It’s almost lunch time, but not quite. I’ve got a bagel with cream cheese wrapped up inside a brown paper bag on my desk that’s waiting, too. I see Lauren in my peripheral holding a bag of something and look up at her. She offers me a kale chip. I’ve had homemade kale chips before, so I agree. She just finished up a 5 day juice cleanse, supposed to rid your body of all its toxins. After the first day she was sick of the juice. Maybe she feels good after having done it; maybe she wants to be healthier from now on. I don’t know. I lay out a napkin and lay the kale chip in front of my keyboard. I let it sit for a while before taking a bite. It’s disgusting. I’m reminded of these wasabi flavored soy beans I ate once: the wrong kind of spicy, the kind of oregano spicy that won’t leave your mouth even after you’ve swallowed it all down. I chew the piece in my mouth slowly, grimacing. She’s laughing at me and my disgust. I give her back the rest of the piece I took and run to get some water. After the second cup I notice something is wrong. I taste metal. It tastes like there’s a green penny in my mouth and my throat is already beginning to tighten. I come out of the kitchenette and walk quickly over to Lauren’s desk, asking to see the bag of chips. She pulls it out of the top drawer of her desk and hands it to me, saying she’s already checked the ingredients and there are no peanuts.
Peanut allergies, for whatever reason, are almost common these days. It’s hard to find someone who doesn’t have a relative, immediate or distant, with a peanut allergy. Always young people though, never older people. Most people can remember peanut allergies without too much effort, and that makes them feel good. But peanuts aren’t my only enemy. Second ingredient on the list: organic cashews. Fucking cashews. I explain the situation to her and she’s suddenly horrified. She’s already blaming herself. It’s unnecessary: my allergy, my responsibility.
I run to the bathroom. There are still little chunks of kale stuck in my teeth so I scrape them out with my fingernails and rinse my mouth vigorously with the tap water. When I return to my desk I seek my stash of Benadryl and take 3 pills, everything I have on me. I know what’s going to happen, at least I think I do. In a little while I’ll start to feel extremely tired, and once my body starts digesting the cashews I’ll feel sick to my stomach for a few hours. It’s not nausea, it’s a sharp ache that gnaws at the inside of your stomach and nothing satisfies it. I tell the manager what’s happened and explain that I need to go home because once the Benadryl really kicks in I’ll be useless. She understands. Her mother is severely allergic to shellfish. She wants me to go to the hospital, but I refuse. I’ve done this all before, too many times.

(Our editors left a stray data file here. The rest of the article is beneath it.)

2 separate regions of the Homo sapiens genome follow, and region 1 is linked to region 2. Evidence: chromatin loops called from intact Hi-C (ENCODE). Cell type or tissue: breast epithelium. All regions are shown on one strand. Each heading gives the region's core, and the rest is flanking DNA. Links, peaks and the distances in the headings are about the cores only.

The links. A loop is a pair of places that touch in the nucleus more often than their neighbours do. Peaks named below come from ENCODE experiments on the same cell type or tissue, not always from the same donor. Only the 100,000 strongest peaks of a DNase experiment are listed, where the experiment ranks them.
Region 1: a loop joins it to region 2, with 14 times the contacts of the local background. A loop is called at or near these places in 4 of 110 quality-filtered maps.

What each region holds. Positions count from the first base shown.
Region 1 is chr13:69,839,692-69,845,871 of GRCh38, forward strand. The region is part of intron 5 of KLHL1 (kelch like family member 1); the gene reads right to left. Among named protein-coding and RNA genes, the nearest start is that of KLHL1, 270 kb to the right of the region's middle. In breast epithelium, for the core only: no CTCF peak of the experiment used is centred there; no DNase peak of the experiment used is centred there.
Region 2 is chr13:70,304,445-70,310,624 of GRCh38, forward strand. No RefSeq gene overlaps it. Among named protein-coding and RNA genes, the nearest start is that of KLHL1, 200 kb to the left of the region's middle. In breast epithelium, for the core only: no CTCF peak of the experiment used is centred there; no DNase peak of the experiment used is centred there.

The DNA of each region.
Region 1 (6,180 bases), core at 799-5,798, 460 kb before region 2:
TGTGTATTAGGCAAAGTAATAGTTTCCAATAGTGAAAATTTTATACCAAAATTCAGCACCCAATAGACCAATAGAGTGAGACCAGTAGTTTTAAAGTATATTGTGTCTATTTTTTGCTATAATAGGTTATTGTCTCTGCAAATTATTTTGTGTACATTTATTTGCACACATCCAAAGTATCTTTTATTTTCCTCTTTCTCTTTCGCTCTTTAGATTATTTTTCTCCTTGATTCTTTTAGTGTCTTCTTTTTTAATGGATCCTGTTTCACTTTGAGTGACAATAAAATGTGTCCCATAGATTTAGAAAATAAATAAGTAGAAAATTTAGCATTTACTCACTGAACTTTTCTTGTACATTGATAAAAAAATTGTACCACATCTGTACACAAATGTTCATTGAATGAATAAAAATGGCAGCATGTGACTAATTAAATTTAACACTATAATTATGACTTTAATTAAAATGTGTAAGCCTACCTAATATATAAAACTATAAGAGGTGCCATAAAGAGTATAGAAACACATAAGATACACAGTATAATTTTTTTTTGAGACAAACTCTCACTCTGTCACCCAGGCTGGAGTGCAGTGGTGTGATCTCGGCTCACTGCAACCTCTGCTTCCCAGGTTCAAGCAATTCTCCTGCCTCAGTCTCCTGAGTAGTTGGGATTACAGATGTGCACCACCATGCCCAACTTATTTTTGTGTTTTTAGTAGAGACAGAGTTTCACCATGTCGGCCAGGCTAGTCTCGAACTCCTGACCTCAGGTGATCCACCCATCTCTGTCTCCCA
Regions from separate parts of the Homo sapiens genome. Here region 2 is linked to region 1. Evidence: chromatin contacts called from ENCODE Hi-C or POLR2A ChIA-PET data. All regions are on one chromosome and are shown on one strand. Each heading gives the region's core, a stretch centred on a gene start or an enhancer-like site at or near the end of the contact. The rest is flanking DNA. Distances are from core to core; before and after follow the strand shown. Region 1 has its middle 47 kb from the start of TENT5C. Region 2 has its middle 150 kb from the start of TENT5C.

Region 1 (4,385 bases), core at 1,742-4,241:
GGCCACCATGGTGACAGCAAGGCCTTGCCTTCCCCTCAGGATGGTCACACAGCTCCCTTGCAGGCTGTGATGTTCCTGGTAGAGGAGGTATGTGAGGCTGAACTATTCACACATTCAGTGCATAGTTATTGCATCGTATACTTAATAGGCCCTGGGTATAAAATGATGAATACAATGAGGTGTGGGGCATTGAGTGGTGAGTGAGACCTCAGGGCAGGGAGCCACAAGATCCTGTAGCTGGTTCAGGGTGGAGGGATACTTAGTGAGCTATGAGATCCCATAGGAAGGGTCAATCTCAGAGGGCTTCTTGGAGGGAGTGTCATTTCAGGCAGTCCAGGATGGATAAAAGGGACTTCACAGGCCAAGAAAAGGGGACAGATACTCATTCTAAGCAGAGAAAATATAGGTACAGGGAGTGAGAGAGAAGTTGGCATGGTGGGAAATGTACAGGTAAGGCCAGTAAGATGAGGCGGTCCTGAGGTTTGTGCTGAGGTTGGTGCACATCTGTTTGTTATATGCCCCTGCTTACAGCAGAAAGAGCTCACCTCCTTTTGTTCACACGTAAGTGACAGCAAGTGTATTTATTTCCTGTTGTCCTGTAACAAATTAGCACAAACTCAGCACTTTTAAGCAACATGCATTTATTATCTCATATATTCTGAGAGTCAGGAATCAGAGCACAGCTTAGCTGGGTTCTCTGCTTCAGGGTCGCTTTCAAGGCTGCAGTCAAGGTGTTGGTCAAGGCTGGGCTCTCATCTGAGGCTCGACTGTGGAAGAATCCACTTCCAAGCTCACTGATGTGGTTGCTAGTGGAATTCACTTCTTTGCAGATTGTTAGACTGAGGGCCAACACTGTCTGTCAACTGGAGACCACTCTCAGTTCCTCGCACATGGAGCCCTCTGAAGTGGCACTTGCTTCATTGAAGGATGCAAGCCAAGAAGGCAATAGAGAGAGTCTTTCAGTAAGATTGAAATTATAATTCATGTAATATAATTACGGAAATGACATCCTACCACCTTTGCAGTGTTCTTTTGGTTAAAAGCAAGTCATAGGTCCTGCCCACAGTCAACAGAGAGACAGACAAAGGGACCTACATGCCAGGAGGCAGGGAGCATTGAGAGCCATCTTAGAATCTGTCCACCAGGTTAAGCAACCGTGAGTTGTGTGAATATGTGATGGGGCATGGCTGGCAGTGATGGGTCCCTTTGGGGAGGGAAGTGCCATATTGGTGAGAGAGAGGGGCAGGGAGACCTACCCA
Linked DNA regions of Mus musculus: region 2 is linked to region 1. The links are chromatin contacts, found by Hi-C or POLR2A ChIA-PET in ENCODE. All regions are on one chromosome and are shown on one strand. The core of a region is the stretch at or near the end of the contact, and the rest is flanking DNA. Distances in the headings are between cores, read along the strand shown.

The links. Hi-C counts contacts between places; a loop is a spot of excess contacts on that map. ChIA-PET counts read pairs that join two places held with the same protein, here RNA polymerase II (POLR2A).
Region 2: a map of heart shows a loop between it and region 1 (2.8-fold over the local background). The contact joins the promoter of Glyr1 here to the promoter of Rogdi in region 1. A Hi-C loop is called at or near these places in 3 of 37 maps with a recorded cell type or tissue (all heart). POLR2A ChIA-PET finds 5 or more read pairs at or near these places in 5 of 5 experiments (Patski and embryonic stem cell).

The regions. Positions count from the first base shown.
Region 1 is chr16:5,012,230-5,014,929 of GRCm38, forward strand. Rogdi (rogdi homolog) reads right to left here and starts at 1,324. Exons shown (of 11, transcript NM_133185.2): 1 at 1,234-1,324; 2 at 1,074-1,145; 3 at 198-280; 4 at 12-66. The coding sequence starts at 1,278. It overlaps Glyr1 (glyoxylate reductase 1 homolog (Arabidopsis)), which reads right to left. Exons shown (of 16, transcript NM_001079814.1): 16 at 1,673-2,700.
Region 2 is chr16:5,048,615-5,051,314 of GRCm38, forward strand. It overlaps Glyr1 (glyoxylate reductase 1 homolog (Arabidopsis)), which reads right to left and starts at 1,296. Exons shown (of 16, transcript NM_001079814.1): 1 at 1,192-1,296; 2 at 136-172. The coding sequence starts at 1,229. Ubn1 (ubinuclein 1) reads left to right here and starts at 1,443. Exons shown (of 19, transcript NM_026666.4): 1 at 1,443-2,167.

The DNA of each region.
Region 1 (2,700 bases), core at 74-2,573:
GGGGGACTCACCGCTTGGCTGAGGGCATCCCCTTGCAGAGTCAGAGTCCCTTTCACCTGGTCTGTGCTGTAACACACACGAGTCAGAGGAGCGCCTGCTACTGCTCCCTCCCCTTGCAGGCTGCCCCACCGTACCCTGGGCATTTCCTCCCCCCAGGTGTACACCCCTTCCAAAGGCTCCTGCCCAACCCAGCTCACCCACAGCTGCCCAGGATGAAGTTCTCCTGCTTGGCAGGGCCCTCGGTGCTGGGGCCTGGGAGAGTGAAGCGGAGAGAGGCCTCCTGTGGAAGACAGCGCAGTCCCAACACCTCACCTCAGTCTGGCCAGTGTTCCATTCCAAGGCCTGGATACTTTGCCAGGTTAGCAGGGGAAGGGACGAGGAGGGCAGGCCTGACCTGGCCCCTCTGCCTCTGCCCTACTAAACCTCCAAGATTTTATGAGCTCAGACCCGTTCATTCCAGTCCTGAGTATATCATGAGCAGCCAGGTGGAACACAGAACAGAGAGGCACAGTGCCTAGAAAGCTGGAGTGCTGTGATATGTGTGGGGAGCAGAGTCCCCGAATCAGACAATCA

The drive home is fine. I’m panicking a little and my heart is racing slightly but other than that I’m fine. The first thing I do is brush my teeth. I lay in my bed and the stomach pain has already begun, sooner than expected. I won’t be able to sleep just yet. I go to the bathroom and try to force myself to throw up though I know it’s futile. I know it won’t happen, and it doesn’t. I spit up a small amount of bile, metallic spit. I sit back down on the bed and notice for the first time that my breathing has become labored. My asthma has been under control for years, but I know when there’s a problem. This has never happened before. This is not a part of the usual process. My panic escalates and I call my mother, a registered nurse. I ask her if I should go to the hospital. She says yes. I knew she would. So I go to an urgent care center close by.
The parking lot is jam packed. I drive around in circles cursing and hitting the steering wheel. My breathing is getting worse. I finally find a spot and squeeze into it in my little red sedan. I’m glad I don’t drive a big car. It’s only 10 degrees out. I walk briskly to the door of the building and am relieved that there are only a handful of people in the waiting room. I sit down until one of the women at the front desk calls me over. I say tell her I am having an allergic reaction to cashews and she tells me to sit down. She asks for my insurance card and driver’s license which I hand over. She looks at the two cards then types something in her computer. She looks at the cards again, and types some more. She gives me some papers to sign while she looks and types. She has no sense of urgency, she’s seen worse. I don’t look sick, aside from the expression on my face. But she can breathe, and the longer I sit there as she types and settles my payment, the harder it is for me to breathe. I can even hear it now. The wheezing has become audible, not a good sign. Finally we’re finished with the paper work, and I go sit down again in the waiting area. She assures me it won’t be long until I am called back. She’s not convincing me. My epipens are in my pocket and I wonder if I’ll have to use them on myself before I’m seen by anyone. I’ve never done it before. I know I have to stab it in my thigh, but that’s all I know. I sit restlessly until a young nurse calls my name.